Okay.... those might not be the exact words, but I did get an E-mail asking my thoughts on cleaning products for our firearms. I thought I'd jot a few notes here amongst us friends, and let everyone poke and prod with their own advice. (I'll link where I can).
I break my cleaning and lubricating down into a few basic areas.
- General cleaning
- Removing copper from a bore
- Cleaning up after corrosive ammo
CLP, we are all most aware of already. I prefer to use it in the needle applicator, although I do have spray cans for some jobs. The needle applicator lets me put a drop into a trigger mechanism, or on a Q-tip or patch without making a mess. I also use it in my air tools at work, and the same spray can has lasted me two years so far in that role.
Ballistol.... that's an old beastie indeed. Ginned up by wily Germans about a hundred years ago, it has really stood the test of time. I use it as a general cleaner, but it's my all-time favorite go to
on my old Mil-Surp rifles. It's designed to work on corrosive ammo residue, and it does a bloody good job. It can also be mixed with water to do bore flushing, and makes quick work of black powder fouling (if you are into the dark arts).
Wipe down cloths.... I use Sentry Solutions Tuf-Cloth. Yeah, kinda gimicky, but they work well for me and don't leave an oily residue that holds dirt and dust. I keep mine in the original bags they come in, or in a zip lock. Don't leave them
out, it cuts their life span by a bunch. Kept bagged, I use about one a year... yes, they will do that.
Lubrication? Well..... the CLP needle dropper for some things, but honestly... plain old Mobile-One 5w30 motor oil. Why pay a fortune for some whiz-bang trumped up incarnation of Canola oil when a quart of Mobile One will last a lifetime and perform with perfect satisfaction? Needle applicators can be had on Amazon, if you are allergic to shopping (People... ugh) like I am.
Copper removal from a bore.... a touchy subject. There are a LOT of different approaches to this, but I always come back to relying on basic chemistry. Yes, a boatload of arm tiring scrubbing can wear away copper bore fouling, but why do that? Chemistry is our friend, and a simple, but careful, application of ammonia will turn copper fouling into a nasty blue goo that pushes right out of the bore.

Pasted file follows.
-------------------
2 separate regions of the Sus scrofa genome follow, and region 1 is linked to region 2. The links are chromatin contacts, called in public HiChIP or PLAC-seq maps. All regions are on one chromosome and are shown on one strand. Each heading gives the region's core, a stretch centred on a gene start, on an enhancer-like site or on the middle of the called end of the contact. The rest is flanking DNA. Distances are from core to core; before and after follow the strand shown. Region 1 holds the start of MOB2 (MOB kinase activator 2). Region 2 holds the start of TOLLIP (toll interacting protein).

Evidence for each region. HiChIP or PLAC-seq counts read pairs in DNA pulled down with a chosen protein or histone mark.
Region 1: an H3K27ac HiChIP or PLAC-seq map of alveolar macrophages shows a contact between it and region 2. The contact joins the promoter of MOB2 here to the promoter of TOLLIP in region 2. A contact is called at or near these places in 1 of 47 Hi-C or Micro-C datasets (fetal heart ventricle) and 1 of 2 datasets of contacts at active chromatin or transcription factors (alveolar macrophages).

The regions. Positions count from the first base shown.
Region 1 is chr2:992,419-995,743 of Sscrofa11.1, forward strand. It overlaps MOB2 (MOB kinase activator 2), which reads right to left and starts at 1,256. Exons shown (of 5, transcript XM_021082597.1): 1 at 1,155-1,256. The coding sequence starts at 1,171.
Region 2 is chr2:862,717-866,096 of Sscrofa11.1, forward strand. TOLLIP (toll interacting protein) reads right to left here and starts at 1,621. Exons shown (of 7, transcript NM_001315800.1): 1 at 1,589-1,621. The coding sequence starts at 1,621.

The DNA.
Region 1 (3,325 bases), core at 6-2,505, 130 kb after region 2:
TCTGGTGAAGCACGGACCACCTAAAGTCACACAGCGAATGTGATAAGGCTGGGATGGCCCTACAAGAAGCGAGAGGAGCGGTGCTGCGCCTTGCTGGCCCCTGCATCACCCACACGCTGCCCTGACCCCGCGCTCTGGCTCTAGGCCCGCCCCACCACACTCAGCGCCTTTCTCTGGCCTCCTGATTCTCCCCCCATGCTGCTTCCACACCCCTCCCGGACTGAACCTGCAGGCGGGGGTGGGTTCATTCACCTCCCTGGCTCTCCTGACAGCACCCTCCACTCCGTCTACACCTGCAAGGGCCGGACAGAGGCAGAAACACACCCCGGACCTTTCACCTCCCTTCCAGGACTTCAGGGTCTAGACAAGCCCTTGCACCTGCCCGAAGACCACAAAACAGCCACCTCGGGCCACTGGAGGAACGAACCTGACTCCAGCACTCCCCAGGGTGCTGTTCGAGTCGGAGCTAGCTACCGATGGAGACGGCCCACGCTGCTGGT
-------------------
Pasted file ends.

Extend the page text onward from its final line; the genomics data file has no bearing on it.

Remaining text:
On copper fouling, I use the ancient Sweet's 7.62 formula, or on a nastily fouled Mil-Surp with corrosive ammo, straight up Parson's Ammonia found in the grocery store at $2.49 a quart. In both cases, I treat copper removal as an intermediate step in bore cleaning. Some scrubbing with regular bore cleaner to remove propellant fouling, and then a soak with Sweet's. Follow with another bore cleaning to remove the blue goo, and protect with my choice of lubricant for that rifle.
AN IMPORTANT NOTE about using ammonia based copper removal products, including Sweet's 7.62. 'Soak' means a couple minutes.... not hours. The chemical will attack the metal, given time. That's bad news for a good rifle bore. I limit copper removal to my high velocity rifles, and some rougher bore Mil-Surps that live in the castle armory. Even then, only about once every few hundred rounds or so.
That's about it. A handful of products and a few simple procedures, and no great stress over it. My shootin Arns are in good shape and work every time.
Disclosure: Yes, I am an Amazon affiliate. If someone buys something through a link I post, I get a tiny percentage of the purchase in the form of Amazon credit. With this, I usually purchase shooty stuff and review it here. Think of it as a way to support the blog.... and my thanks to you for it!
(A quick check shows me it's up to $2.08 for the month. Huzaaa!)
(Edit editorial: Another read found a handful of ridiculous spelling and syntax errors. I thought we were friends here! Why doesn't anyone tell me about these things?)